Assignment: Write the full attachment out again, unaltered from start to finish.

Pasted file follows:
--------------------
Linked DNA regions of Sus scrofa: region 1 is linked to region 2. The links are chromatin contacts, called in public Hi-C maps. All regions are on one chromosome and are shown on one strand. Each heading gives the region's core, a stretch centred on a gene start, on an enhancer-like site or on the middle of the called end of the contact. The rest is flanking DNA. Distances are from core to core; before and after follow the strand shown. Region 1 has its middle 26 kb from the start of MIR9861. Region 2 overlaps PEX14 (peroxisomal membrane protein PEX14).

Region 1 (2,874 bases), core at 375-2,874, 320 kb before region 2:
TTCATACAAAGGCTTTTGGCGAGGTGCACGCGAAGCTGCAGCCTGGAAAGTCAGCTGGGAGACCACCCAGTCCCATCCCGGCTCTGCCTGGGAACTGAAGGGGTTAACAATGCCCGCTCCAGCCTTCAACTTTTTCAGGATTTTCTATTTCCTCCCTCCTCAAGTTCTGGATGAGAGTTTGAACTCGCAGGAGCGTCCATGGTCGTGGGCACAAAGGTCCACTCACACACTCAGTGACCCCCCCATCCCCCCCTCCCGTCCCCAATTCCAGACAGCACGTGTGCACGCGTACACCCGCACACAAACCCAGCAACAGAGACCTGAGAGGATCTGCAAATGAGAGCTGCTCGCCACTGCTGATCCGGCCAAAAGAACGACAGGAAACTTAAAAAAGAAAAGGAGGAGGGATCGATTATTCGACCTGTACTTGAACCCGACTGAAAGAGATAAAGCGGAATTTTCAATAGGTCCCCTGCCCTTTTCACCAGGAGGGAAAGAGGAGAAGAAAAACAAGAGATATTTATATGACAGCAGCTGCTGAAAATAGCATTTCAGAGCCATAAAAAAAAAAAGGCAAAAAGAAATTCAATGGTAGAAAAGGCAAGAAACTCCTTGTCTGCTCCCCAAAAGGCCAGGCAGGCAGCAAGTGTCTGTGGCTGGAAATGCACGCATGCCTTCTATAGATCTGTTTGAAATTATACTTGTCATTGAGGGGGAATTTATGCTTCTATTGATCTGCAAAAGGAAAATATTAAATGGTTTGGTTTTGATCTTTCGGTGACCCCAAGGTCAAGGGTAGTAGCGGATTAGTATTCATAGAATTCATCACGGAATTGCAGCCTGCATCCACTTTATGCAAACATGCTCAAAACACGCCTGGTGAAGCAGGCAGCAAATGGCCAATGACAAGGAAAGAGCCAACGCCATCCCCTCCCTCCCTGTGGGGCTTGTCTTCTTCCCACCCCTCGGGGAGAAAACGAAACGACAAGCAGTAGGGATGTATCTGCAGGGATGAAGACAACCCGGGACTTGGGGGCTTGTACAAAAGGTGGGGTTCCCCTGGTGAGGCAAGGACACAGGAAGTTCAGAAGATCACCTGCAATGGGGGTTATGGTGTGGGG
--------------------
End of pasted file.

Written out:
Linked DNA regions of Sus scrofa: region 1 is linked to region 2. The links are chromatin contacts, called in public Hi-C maps. All regions are on one chromosome and are shown on one strand. Each heading gives the region's core, a stretch centred on a gene start, on an enhancer-like site or on the middle of the called end of the contact. The rest is flanking DNA. Distances are from core to core; before and after follow the strand shown. Region 1 has its middle 26 kb from the start of MIR9861. Region 2 overlaps PEX14 (peroxisomal membrane protein PEX14).

Region 1 (2,874 bases), core at 375-2,874, 320 kb before region 2:
TTCATACAAAGGCTTTTGGCGAGGTGCACGCGAAGCTGCAGCCTGGAAAGTCAGCTGGGAGACCACCCAGTCCCATCCCGGCTCTGCCTGGGAACTGAAGGGGTTAACAATGCCCGCTCCAGCCTTCAACTTTTTCAGGATTTTCTATTTCCTCCCTCCTCAAGTTCTGGATGAGAGTTTGAACTCGCAGGAGCGTCCATGGTCGTGGGCACAAAGGTCCACTCACACACTCAGTGACCCCCCCATCCCCCCCTCCCGTCCCCAATTCCAGACAGCACGTGTGCACGCGTACACCCGCACACAAACCCAGCAACAGAGACCTGAGAGGATCTGCAAATGAGAGCTGCTCGCCACTGCTGATCCGGCCAAAAGAACGACAGGAAACTTAAAAAAGAAAAGGAGGAGGGATCGATTATTCGACCTGTACTTGAACCCGACTGAAAGAGATAAAGCGGAATTTTCAATAGGTCCCCTGCCCTTTTCACCAGGAGGGAAAGAGGAGAAGAAAAACAAGAGATATTTATATGACAGCAGCTGCTGAAAATAGCATTTCAGAGCCATAAAAAAAAAAAGGCAAAAAGAAATTCAATGGTAGAAAAGGCAAGAAACTCCTTGTCTGCTCCCCAAAAGGCCAGGCAGGCAGCAAGTGTCTGTGGCTGGAAATGCACGCATGCCTTCTATAGATCTGTTTGAAATTATACTTGTCATTGAGGGGGAATTTATGCTTCTATTGATCTGCAAAAGGAAAATATTAAATGGTTTGGTTTTGATCTTTCGGTGACCCCAAGGTCAAGGGTAGTAGCGGATTAGTATTCATAGAATTCATCACGGAATTGCAGCCTGCATCCACTTTATGCAAACATGCTCAAAACACGCCTGGTGAAGCAGGCAGCAAATGGCCAATGACAAGGAAAGAGCCAACGCCATCCCCTCCCTCCCTGTGGGGCTTGTCTTCTTCCCACCCCTCGGGGAGAAAACGAAACGACAAGCAGTAGGGATGTATCTGCAGGGATGAAGACAACCCGGGACTTGGGGGCTTGTACAAAAGGTGGGGTTCCCCTGGTGAGGCAAGGACACAGGAAGTTCAGAAGATCACCTGCAATGGGGGTTATGGTGTGGGG